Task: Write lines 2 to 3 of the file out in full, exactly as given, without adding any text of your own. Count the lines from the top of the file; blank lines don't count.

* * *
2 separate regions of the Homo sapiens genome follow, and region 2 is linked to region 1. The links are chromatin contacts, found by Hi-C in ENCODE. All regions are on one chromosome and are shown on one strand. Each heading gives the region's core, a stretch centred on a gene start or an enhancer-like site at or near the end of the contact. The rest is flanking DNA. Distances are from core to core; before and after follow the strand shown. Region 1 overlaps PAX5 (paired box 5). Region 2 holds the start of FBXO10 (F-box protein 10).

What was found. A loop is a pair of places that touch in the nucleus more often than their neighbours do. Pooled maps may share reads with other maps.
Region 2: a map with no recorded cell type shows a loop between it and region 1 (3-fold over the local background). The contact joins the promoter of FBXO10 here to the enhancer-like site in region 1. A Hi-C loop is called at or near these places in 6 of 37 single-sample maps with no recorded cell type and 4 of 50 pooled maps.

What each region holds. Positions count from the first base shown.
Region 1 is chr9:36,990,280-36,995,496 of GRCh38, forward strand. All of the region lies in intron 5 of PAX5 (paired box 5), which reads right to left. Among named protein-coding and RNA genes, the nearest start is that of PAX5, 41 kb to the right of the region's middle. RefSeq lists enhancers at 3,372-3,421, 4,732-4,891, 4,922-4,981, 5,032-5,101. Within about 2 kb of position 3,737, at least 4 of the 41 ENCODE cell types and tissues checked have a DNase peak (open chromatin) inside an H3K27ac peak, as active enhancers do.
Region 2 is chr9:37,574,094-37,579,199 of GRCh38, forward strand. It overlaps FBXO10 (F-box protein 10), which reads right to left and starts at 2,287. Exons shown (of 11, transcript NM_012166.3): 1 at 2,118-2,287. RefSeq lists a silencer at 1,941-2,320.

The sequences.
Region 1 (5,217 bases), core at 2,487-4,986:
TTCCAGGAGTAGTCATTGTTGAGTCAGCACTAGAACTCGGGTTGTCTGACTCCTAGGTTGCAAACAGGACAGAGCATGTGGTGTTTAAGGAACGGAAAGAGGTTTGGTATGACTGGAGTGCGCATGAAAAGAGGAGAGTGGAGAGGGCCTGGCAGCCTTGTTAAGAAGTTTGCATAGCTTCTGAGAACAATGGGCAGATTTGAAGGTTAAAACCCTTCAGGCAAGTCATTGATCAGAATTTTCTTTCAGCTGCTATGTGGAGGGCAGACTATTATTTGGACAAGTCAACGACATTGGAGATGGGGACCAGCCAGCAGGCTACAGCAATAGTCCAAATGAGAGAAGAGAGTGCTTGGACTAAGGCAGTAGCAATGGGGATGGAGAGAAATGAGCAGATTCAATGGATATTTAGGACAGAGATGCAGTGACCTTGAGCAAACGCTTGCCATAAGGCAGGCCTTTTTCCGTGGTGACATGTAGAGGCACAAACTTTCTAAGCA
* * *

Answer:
What was found. A loop is a pair of places that touch in the nucleus more often than their neighbours do. Pooled maps may share reads with other maps.
Region 2: a map with no recorded cell type shows a loop between it and region 1 (3-fold over the local background). The contact joins the promoter of FBXO10 here to the enhancer-like site in region 1. A Hi-C loop is called at or near these places in 6 of 37 single-sample maps with no recorded cell type and 4 of 50 pooled maps.